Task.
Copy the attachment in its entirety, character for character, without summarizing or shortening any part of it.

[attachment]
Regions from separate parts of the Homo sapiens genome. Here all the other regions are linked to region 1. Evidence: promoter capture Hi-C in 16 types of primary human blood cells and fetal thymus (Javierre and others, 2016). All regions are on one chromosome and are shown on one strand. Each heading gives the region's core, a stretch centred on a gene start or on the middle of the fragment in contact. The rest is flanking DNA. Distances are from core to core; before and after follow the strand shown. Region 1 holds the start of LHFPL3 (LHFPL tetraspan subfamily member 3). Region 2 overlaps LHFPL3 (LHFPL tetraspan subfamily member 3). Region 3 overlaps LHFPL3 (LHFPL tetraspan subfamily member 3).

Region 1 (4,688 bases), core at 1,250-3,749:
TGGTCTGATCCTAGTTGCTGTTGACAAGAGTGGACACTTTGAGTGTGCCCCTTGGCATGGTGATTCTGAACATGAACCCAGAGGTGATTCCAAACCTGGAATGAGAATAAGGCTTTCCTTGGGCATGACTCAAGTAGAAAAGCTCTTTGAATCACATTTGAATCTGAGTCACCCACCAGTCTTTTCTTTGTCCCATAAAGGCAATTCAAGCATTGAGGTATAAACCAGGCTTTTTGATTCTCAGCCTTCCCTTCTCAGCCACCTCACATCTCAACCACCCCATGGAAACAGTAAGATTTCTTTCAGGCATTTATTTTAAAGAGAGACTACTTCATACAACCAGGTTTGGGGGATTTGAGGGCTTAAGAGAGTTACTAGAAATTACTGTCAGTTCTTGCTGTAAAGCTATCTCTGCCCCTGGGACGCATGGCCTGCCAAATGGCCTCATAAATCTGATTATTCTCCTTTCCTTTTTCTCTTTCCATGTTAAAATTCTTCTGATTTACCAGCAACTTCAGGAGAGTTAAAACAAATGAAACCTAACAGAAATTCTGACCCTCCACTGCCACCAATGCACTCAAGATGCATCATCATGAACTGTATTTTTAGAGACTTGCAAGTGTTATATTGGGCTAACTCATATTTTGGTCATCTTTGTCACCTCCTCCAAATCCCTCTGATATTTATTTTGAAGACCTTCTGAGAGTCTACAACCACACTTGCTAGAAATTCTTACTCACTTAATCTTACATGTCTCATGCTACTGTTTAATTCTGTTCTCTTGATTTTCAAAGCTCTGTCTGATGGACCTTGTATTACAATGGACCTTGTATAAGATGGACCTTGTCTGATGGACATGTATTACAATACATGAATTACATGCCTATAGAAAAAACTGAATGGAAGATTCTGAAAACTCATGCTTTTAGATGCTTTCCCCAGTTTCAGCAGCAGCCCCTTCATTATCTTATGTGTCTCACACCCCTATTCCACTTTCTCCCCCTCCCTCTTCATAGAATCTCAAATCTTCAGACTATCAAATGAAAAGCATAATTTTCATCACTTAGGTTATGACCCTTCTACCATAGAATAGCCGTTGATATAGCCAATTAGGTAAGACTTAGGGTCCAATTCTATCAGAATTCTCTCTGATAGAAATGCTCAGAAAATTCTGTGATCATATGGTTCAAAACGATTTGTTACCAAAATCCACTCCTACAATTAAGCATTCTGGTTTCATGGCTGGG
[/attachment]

Regions from separate parts of the Homo sapiens genome. Here all the other regions are linked to region 1. Evidence: promoter capture Hi-C in 16 types of primary human blood cells and fetal thymus (Javierre and others, 2016). All regions are on one chromosome and are shown on one strand. Each heading gives the region's core, a stretch centred on a gene start or on the middle of the fragment in contact. The rest is flanking DNA. Distances are from core to core; before and after follow the strand shown. Region 1 holds the start of LHFPL3 (LHFPL tetraspan subfamily member 3). Region 2 overlaps LHFPL3 (LHFPL tetraspan subfamily member 3). Region 3 overlaps LHFPL3 (LHFPL tetraspan subfamily member 3).

Region 1 (4,688 bases), core at 1,250-3,749:
TGGTCTGATCCTAGTTGCTGTTGACAAGAGTGGACACTTTGAGTGTGCCCCTTGGCATGGTGATTCTGAACATGAACCCAGAGGTGATTCCAAACCTGGAATGAGAATAAGGCTTTCCTTGGGCATGACTCAAGTAGAAAAGCTCTTTGAATCACATTTGAATCTGAGTCACCCACCAGTCTTTTCTTTGTCCCATAAAGGCAATTCAAGCATTGAGGTATAAACCAGGCTTTTTGATTCTCAGCCTTCCCTTCTCAGCCACCTCACATCTCAACCACCCCATGGAAACAGTAAGATTTCTTTCAGGCATTTATTTTAAAGAGAGACTACTTCATACAACCAGGTTTGGGGGATTTGAGGGCTTAAGAGAGTTACTAGAAATTACTGTCAGTTCTTGCTGTAAAGCTATCTCTGCCCCTGGGACGCATGGCCTGCCAAATGGCCTCATAAATCTGATTATTCTCCTTTCCTTTTTCTCTTTCCATGTTAAAATTCTTCTGATTTACCAGCAACTTCAGGAGAGTTAAAACAAATGAAACCTAACAGAAATTCTGACCCTCCACTGCCACCAATGCACTCAAGATGCATCATCATGAACTGTATTTTTAGAGACTTGCAAGTGTTATATTGGGCTAACTCATATTTTGGTCATCTTTGTCACCTCCTCCAAATCCCTCTGATATTTATTTTGAAGACCTTCTGAGAGTCTACAACCACACTTGCTAGAAATTCTTACTCACTTAATCTTACATGTCTCATGCTACTGTTTAATTCTGTTCTCTTGATTTTCAAAGCTCTGTCTGATGGACCTTGTATTACAATGGACCTTGTATAAGATGGACCTTGTCTGATGGACATGTATTACAATACATGAATTACATGCCTATAGAAAAAACTGAATGGAAGATTCTGAAAACTCATGCTTTTAGATGCTTTCCCCAGTTTCAGCAGCAGCCCCTTCATTATCTTATGTGTCTCACACCCCTATTCCACTTTCTCCCCCTCCCTCTTCATAGAATCTCAAATCTTCAGACTATCAAATGAAAAGCATAATTTTCATCACTTAGGTTATGACCCTTCTACCATAGAATAGCCGTTGATATAGCCAATTAGGTAAGACTTAGGGTCCAATTCTATCAGAATTCTCTCTGATAGAAATGCTCAGAAAATTCTGTGATCATATGGTTCAAAACGATTTGTTACCAAAATCCACTCCTACAATTAAGCATTCTGGTTTCATGGCTGGG